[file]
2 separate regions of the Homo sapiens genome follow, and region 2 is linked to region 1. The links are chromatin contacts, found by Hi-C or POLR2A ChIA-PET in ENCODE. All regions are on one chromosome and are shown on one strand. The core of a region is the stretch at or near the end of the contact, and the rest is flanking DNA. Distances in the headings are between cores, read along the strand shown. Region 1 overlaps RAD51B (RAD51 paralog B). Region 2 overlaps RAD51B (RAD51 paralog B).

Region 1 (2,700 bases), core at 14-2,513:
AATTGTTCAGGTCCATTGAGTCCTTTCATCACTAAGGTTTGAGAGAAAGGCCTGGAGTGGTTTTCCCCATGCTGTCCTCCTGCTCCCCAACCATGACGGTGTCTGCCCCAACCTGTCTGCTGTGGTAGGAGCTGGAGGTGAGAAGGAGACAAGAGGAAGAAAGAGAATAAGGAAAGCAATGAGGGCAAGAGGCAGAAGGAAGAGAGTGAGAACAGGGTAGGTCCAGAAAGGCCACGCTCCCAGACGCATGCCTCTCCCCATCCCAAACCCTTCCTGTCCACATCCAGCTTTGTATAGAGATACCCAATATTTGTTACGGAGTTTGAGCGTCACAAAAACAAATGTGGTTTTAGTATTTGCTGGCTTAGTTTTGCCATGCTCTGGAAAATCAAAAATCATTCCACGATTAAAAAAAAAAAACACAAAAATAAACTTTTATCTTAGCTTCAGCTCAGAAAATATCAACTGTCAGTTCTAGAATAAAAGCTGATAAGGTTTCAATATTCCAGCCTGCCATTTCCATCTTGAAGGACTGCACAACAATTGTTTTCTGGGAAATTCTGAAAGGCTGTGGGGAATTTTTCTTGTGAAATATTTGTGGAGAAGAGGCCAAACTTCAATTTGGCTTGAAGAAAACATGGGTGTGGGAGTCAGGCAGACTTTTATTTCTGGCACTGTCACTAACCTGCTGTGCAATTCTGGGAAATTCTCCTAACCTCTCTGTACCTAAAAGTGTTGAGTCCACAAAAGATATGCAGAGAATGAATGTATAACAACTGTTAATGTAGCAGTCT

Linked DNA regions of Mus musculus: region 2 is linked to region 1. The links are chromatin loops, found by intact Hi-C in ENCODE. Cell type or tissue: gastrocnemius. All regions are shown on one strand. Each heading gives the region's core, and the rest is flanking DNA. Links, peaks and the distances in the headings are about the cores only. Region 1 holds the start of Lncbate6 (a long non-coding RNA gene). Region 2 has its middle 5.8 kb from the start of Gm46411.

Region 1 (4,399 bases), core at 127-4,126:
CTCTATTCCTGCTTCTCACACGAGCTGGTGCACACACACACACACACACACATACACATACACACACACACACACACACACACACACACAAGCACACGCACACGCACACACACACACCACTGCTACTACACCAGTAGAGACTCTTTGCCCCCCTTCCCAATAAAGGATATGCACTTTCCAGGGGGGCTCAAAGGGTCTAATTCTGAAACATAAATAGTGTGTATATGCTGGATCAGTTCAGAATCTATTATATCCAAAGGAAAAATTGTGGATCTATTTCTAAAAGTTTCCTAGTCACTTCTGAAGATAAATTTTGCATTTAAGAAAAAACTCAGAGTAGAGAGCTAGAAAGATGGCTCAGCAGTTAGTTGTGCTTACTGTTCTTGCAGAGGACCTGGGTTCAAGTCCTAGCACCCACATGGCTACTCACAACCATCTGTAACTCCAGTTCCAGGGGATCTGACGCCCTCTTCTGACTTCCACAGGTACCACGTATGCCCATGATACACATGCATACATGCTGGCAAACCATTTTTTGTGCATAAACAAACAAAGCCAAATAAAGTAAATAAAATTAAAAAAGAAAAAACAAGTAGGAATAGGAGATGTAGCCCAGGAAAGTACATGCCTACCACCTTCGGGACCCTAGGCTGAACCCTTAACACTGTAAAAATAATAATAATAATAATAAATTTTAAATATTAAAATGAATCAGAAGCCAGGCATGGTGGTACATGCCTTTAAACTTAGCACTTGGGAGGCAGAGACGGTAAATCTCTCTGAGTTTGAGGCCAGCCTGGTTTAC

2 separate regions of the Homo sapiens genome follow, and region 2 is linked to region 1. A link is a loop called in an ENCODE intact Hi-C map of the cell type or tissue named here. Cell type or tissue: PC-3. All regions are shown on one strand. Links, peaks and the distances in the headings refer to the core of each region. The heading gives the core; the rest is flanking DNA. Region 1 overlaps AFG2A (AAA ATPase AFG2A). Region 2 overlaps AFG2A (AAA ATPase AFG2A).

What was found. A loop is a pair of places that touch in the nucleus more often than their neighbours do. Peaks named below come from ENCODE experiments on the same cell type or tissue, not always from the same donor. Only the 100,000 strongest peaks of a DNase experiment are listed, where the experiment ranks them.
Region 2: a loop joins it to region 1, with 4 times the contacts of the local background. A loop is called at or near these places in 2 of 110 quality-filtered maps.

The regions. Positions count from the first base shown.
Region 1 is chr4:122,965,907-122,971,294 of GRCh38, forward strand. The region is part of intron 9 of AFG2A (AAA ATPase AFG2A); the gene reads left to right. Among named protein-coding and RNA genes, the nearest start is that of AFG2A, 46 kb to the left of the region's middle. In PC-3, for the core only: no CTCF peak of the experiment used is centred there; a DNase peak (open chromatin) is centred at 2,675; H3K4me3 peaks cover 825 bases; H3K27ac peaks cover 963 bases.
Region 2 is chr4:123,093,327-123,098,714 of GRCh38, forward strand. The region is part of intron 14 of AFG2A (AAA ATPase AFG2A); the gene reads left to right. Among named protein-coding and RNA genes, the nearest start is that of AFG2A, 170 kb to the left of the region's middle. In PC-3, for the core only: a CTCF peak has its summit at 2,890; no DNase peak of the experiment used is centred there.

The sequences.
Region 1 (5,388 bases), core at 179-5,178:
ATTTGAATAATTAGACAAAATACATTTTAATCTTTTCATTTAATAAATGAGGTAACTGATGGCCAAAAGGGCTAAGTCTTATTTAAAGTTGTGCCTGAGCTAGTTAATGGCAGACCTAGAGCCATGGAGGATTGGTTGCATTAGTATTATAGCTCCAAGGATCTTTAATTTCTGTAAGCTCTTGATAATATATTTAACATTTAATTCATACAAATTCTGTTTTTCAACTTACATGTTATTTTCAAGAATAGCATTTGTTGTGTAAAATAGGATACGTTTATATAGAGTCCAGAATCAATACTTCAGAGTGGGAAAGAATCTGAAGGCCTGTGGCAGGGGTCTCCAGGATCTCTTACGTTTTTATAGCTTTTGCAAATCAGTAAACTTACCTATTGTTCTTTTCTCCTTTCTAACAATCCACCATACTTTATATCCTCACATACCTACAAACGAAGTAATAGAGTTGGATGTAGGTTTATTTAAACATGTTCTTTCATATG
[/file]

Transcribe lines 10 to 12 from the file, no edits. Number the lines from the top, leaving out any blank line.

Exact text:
The regions. Positions count from the first base shown.
Region 1 is chr4:122,965,907-122,971,294 of GRCh38, forward strand. The region is part of intron 9 of AFG2A (AAA ATPase AFG2A); the gene reads left to right. Among named protein-coding and RNA genes, the nearest start is that of AFG2A, 46 kb to the left of the region's middle. In PC-3, for the core only: no CTCF peak of the experiment used is centred there; a DNase peak (open chromatin) is centred at 2,675; H3K4me3 peaks cover 825 bases; H3K27ac peaks cover 963 bases.
Region 2 is chr4:123,093,327-123,098,714 of GRCh38, forward strand. The region is part of intron 14 of AFG2A (AAA ATPase AFG2A); the gene reads left to right. Among named protein-coding and RNA genes, the nearest start is that of AFG2A, 170 kb to the left of the region's middle. In PC-3, for the core only: a CTCF peak has its summit at 2,890; no DNase peak of the experiment used is centred there.